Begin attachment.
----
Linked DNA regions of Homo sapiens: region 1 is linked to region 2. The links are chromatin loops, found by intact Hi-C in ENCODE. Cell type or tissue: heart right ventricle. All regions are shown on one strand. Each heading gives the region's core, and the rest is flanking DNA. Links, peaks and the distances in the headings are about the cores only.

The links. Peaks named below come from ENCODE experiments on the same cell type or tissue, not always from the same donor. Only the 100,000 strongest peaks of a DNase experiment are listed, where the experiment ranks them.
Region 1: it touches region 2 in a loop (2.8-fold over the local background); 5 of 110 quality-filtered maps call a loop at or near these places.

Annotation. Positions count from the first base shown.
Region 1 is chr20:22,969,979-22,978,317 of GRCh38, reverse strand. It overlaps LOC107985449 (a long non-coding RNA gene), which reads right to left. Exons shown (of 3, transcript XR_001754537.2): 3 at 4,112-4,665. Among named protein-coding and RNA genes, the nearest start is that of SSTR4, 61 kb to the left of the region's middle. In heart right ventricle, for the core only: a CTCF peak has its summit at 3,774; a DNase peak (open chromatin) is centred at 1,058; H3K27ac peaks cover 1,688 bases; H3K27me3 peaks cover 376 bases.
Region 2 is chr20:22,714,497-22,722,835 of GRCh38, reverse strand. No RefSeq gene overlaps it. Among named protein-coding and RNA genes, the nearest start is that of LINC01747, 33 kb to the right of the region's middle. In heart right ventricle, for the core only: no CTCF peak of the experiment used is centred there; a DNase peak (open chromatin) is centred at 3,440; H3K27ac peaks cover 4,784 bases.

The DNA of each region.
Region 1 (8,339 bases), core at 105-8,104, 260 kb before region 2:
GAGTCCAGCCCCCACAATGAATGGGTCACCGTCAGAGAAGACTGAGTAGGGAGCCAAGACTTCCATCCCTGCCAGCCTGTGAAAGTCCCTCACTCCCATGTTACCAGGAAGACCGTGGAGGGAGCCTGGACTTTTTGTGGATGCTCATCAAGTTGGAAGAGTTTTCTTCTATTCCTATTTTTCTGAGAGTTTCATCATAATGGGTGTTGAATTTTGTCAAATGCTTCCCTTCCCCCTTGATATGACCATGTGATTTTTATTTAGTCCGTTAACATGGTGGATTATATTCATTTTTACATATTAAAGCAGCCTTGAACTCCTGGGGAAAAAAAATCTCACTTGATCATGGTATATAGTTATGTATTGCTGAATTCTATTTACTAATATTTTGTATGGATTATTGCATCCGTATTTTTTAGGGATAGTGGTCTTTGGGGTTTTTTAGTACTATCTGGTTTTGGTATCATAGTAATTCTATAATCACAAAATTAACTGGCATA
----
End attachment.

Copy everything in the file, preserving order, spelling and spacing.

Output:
Linked DNA regions of Homo sapiens: region 1 is linked to region 2. The links are chromatin loops, found by intact Hi-C in ENCODE. Cell type or tissue: heart right ventricle. All regions are shown on one strand. Each heading gives the region's core, and the rest is flanking DNA. Links, peaks and the distances in the headings are about the cores only.

The links. Peaks named below come from ENCODE experiments on the same cell type or tissue, not always from the same donor. Only the 100,000 strongest peaks of a DNase experiment are listed, where the experiment ranks them.
Region 1: it touches region 2 in a loop (2.8-fold over the local background); 5 of 110 quality-filtered maps call a loop at or near these places.

Annotation. Positions count from the first base shown.
Region 1 is chr20:22,969,979-22,978,317 of GRCh38, reverse strand. It overlaps LOC107985449 (a long non-coding RNA gene), which reads right to left. Exons shown (of 3, transcript XR_001754537.2): 3 at 4,112-4,665. Among named protein-coding and RNA genes, the nearest start is that of SSTR4, 61 kb to the left of the region's middle. In heart right ventricle, for the core only: a CTCF peak has its summit at 3,774; a DNase peak (open chromatin) is centred at 1,058; H3K27ac peaks cover 1,688 bases; H3K27me3 peaks cover 376 bases.
Region 2 is chr20:22,714,497-22,722,835 of GRCh38, reverse strand. No RefSeq gene overlaps it. Among named protein-coding and RNA genes, the nearest start is that of LINC01747, 33 kb to the right of the region's middle. In heart right ventricle, for the core only: no CTCF peak of the experiment used is centred there; a DNase peak (open chromatin) is centred at 3,440; H3K27ac peaks cover 4,784 bases.

The DNA of each region.
Region 1 (8,339 bases), core at 105-8,104, 260 kb before region 2:
GAGTCCAGCCCCCACAATGAATGGGTCACCGTCAGAGAAGACTGAGTAGGGAGCCAAGACTTCCATCCCTGCCAGCCTGTGAAAGTCCCTCACTCCCATGTTACCAGGAAGACCGTGGAGGGAGCCTGGACTTTTTGTGGATGCTCATCAAGTTGGAAGAGTTTTCTTCTATTCCTATTTTTCTGAGAGTTTCATCATAATGGGTGTTGAATTTTGTCAAATGCTTCCCTTCCCCCTTGATATGACCATGTGATTTTTATTTAGTCCGTTAACATGGTGGATTATATTCATTTTTACATATTAAAGCAGCCTTGAACTCCTGGGGAAAAAAAATCTCACTTGATCATGGTATATAGTTATGTATTGCTGAATTCTATTTACTAATATTTTGTATGGATTATTGCATCCGTATTTTTTAGGGATAGTGGTCTTTGGGGTTTTTTAGTACTATCTGGTTTTGGTATCATAGTAATTCTATAATCACAAAATTAACTGGCATA